Parachute

By Katherine Tolentino | Drama
A young Chinese girl struggles to adapt to her new life in America.

Wendy is a Chinese teenager living in the U.S. for three years, sent by her parents to get a better education. Rebellious and unmotivated, she’s struggling academically and doesn’t fit in, either in her American home or school.

But when Mei-Ling, another Chinese student, arrives as well, it disturbs Wendy’s equilibrium. Mei-Ling is eager, polite and grateful, which annoys Wendy. But as the relationship between the two develops, Wendy confronts the choices she’s made and the person she has become, as well as the toll that being away from her family for so long has taken.

Written and directed by Katherine Tolentino, this short social drama combines a coolly analytical eye with a dry sense of humor, creating a character portrait of a teenager alienated from the world around her and wandering adrift into adulthood. But it’s also an observation of how so-called “parachute kids” — children sent to a new country to live alone or with a caretaker without their parents — fare in a system with little support and guidance.

The visual style and pacing are seemingly straightforward and observational, with a sense of life unfolding rather than a story being sculpted. The writing, too, veers towards the pared-down and simple, with the narrative setting up its characters and circumstances with care and precision.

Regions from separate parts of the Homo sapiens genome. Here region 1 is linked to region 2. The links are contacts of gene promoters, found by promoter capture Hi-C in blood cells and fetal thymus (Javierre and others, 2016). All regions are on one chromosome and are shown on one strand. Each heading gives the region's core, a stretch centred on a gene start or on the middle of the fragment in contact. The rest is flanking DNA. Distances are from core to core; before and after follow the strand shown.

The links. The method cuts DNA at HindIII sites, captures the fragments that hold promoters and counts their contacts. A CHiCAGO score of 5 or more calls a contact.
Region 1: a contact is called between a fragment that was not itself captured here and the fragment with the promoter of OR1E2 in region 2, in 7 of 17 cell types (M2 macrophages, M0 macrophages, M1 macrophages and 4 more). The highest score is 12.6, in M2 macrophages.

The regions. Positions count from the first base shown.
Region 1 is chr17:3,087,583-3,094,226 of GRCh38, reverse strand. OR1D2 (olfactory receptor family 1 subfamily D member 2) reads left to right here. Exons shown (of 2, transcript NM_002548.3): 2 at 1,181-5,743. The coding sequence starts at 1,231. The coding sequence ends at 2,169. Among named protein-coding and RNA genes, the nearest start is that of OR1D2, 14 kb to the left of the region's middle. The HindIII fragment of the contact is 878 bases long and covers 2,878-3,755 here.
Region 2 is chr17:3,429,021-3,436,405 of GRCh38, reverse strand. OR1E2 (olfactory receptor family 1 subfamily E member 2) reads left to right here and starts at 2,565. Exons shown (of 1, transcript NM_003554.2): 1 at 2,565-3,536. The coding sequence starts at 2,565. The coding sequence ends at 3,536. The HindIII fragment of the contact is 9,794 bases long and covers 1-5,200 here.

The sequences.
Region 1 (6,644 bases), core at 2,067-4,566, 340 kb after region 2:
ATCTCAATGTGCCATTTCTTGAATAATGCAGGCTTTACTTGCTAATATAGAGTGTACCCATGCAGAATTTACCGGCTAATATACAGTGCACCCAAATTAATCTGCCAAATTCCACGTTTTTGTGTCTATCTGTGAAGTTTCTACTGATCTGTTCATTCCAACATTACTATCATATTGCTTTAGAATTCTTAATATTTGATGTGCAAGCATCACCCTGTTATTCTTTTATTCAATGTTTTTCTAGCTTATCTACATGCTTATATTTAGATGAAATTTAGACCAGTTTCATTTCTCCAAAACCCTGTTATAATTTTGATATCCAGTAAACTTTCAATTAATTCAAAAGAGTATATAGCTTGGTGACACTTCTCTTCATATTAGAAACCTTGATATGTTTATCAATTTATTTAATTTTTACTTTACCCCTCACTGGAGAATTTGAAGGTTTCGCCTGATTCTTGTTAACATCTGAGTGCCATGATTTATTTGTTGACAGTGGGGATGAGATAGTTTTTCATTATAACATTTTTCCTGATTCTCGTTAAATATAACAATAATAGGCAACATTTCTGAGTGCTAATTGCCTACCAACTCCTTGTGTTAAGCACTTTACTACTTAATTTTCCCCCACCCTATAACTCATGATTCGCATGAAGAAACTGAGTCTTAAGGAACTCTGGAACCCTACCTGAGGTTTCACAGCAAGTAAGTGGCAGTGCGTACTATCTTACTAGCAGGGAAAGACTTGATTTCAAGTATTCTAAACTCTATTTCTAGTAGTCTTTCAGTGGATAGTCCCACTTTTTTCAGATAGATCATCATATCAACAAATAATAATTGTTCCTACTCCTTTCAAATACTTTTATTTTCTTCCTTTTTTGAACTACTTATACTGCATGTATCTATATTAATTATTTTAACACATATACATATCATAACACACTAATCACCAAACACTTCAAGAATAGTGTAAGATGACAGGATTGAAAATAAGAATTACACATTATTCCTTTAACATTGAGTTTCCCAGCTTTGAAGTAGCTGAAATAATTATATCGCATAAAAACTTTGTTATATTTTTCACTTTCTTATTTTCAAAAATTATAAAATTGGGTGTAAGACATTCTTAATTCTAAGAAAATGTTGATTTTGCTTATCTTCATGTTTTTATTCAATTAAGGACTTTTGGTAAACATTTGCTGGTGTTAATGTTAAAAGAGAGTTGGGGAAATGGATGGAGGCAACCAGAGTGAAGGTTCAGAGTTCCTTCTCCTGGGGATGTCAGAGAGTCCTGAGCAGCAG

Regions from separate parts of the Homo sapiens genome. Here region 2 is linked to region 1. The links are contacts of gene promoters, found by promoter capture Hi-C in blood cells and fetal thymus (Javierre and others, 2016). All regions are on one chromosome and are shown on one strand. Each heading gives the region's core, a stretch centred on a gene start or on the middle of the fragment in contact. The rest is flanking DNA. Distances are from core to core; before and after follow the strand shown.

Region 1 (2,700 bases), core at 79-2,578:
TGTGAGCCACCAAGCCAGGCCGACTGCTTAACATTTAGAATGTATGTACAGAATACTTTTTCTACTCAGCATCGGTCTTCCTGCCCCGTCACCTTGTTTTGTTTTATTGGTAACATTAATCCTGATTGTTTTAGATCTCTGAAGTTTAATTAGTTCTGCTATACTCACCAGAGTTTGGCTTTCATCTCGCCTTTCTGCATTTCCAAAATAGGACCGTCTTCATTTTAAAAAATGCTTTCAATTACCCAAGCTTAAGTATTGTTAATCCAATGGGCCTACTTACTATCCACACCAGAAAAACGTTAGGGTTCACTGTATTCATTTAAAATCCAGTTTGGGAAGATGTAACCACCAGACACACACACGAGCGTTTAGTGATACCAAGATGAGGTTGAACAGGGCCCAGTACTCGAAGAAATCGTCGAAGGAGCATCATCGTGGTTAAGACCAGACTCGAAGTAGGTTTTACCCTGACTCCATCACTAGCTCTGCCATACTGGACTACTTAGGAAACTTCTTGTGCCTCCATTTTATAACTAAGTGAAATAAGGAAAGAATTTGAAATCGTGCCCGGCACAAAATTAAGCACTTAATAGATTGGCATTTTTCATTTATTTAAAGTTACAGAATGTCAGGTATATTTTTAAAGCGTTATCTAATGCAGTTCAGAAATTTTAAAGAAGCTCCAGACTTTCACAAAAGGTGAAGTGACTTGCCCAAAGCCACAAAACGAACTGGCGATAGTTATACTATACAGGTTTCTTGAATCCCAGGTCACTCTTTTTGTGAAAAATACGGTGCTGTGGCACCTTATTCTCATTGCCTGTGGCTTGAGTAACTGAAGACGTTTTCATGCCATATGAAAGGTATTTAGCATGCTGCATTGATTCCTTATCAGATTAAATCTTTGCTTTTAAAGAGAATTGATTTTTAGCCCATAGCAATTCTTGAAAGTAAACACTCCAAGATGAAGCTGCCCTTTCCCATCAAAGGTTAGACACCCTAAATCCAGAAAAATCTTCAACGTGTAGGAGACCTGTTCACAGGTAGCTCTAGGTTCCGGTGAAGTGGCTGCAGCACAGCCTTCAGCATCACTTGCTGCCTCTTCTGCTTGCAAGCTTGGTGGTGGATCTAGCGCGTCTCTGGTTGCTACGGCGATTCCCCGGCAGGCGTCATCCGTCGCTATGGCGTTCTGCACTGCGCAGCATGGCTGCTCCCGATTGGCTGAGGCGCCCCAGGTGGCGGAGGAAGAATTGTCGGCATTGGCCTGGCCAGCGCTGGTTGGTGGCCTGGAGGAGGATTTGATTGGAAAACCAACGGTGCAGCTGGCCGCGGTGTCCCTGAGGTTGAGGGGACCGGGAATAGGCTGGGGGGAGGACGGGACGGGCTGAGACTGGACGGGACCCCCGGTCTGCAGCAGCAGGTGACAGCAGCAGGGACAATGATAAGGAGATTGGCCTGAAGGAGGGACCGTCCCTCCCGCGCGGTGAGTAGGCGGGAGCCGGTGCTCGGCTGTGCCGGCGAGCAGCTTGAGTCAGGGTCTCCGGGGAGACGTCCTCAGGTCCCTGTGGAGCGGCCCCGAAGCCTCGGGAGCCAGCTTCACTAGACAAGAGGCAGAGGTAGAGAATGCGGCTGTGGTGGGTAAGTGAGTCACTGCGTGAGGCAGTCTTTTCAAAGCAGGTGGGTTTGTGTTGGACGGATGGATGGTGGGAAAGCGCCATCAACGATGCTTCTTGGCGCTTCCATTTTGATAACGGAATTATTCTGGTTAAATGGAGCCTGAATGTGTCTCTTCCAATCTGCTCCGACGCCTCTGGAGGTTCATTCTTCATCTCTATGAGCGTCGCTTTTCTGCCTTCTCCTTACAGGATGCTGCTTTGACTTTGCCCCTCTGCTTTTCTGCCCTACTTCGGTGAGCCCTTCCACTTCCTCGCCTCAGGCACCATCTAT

This simplicity belies a thematic and emotional complexity, however, layering explorations of transnational migration with a tale of teenage rivalry and jealousy. These two strands come together in direct conflict, embodied through Wendy and Mei-Ling, played with precision by Nicky Zou and Zoe Lau, respectively. Zou’s Wendy is surly, apathetic and rebellious, and her parents and host family have given up on her in different ways.

By contrast, Lau’s Mei-Ling is almost comically cheerful at first, but as the action unfolds and the conflict becomes more pointed, both girls become complex, as does their relationship with one another. Wendy started with the same enthusiasm as Mei-Ling, but she has stepped far from the path set out for her. She’s both disdainful and jealous — a toxic set of traits that, combined with the lack of guidance in her life — leads to a shocking moment.

“Parachute” was inspired by real-life incidents of groups of “parachute kids” living by themselves in Los Angeles brutalizing one of their own. (Many were convicted and now serving time in the prison system.) Like these events, the end of “Parachute” is shocking in its bluntness and abruptness. But the film also asks us to consider the larger context and find some understanding of this shocking violence: what it means to send away a young person at some of their most formative years, to essentially fend for themselves far from family, guidance or even love.




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